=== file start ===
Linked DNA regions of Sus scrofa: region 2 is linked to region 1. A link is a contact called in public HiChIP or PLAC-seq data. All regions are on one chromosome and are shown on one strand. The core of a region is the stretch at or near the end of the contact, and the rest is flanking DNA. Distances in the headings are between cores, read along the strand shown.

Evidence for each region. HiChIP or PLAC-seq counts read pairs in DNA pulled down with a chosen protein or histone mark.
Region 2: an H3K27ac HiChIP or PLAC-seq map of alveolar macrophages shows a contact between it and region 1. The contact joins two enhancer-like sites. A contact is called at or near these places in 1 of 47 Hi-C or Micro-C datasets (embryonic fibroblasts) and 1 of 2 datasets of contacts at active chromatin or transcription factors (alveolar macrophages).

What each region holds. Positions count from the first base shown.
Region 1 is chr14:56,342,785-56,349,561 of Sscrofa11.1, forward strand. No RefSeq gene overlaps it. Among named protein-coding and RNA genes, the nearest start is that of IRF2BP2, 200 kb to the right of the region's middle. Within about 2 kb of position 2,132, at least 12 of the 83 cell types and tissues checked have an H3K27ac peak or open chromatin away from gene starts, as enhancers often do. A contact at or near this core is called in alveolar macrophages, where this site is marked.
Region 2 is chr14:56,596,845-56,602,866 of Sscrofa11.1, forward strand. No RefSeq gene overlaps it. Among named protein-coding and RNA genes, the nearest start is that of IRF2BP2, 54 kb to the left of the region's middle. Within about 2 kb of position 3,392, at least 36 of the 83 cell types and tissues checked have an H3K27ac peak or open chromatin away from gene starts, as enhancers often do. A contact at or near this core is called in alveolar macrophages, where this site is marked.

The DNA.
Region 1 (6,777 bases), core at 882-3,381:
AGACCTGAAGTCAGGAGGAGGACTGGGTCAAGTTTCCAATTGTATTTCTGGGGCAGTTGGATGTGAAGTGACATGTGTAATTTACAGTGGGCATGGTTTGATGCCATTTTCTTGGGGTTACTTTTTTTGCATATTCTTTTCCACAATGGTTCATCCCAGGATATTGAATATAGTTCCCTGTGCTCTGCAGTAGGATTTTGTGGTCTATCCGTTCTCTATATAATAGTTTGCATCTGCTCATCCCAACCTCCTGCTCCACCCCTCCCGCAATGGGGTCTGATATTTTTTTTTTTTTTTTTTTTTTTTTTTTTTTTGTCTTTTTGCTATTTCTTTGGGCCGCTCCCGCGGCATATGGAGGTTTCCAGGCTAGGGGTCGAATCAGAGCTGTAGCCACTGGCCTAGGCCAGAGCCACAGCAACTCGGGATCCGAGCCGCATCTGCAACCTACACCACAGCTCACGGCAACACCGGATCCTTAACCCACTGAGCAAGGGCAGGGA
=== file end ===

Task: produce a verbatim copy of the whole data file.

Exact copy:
Linked DNA regions of Sus scrofa: region 2 is linked to region 1. A link is a contact called in public HiChIP or PLAC-seq data. All regions are on one chromosome and are shown on one strand. The core of a region is the stretch at or near the end of the contact, and the rest is flanking DNA. Distances in the headings are between cores, read along the strand shown.

Evidence for each region. HiChIP or PLAC-seq counts read pairs in DNA pulled down with a chosen protein or histone mark.
Region 2: an H3K27ac HiChIP or PLAC-seq map of alveolar macrophages shows a contact between it and region 1. The contact joins two enhancer-like sites. A contact is called at or near these places in 1 of 47 Hi-C or Micro-C datasets (embryonic fibroblasts) and 1 of 2 datasets of contacts at active chromatin or transcription factors (alveolar macrophages).

What each region holds. Positions count from the first base shown.
Region 1 is chr14:56,342,785-56,349,561 of Sscrofa11.1, forward strand. No RefSeq gene overlaps it. Among named protein-coding and RNA genes, the nearest start is that of IRF2BP2, 200 kb to the right of the region's middle. Within about 2 kb of position 2,132, at least 12 of the 83 cell types and tissues checked have an H3K27ac peak or open chromatin away from gene starts, as enhancers often do. A contact at or near this core is called in alveolar macrophages, where this site is marked.
Region 2 is chr14:56,596,845-56,602,866 of Sscrofa11.1, forward strand. No RefSeq gene overlaps it. Among named protein-coding and RNA genes, the nearest start is that of IRF2BP2, 54 kb to the left of the region's middle. Within about 2 kb of position 3,392, at least 36 of the 83 cell types and tissues checked have an H3K27ac peak or open chromatin away from gene starts, as enhancers often do. A contact at or near this core is called in alveolar macrophages, where this site is marked.

The DNA.
Region 1 (6,777 bases), core at 882-3,381:
AGACCTGAAGTCAGGAGGAGGACTGGGTCAAGTTTCCAATTGTATTTCTGGGGCAGTTGGATGTGAAGTGACATGTGTAATTTACAGTGGGCATGGTTTGATGCCATTTTCTTGGGGTTACTTTTTTTGCATATTCTTTTCCACAATGGTTCATCCCAGGATATTGAATATAGTTCCCTGTGCTCTGCAGTAGGATTTTGTGGTCTATCCGTTCTCTATATAATAGTTTGCATCTGCTCATCCCAACCTCCTGCTCCACCCCTCCCGCAATGGGGTCTGATATTTTTTTTTTTTTTTTTTTTTTTTTTTTTTTTGTCTTTTTGCTATTTCTTTGGGCCGCTCCCGCGGCATATGGAGGTTTCCAGGCTAGGGGTCGAATCAGAGCTGTAGCCACTGGCCTAGGCCAGAGCCACAGCAACTCGGGATCCGAGCCGCATCTGCAACCTACACCACAGCTCACGGCAACACCGGATCCTTAACCCACTGAGCAAGGGCAGGGA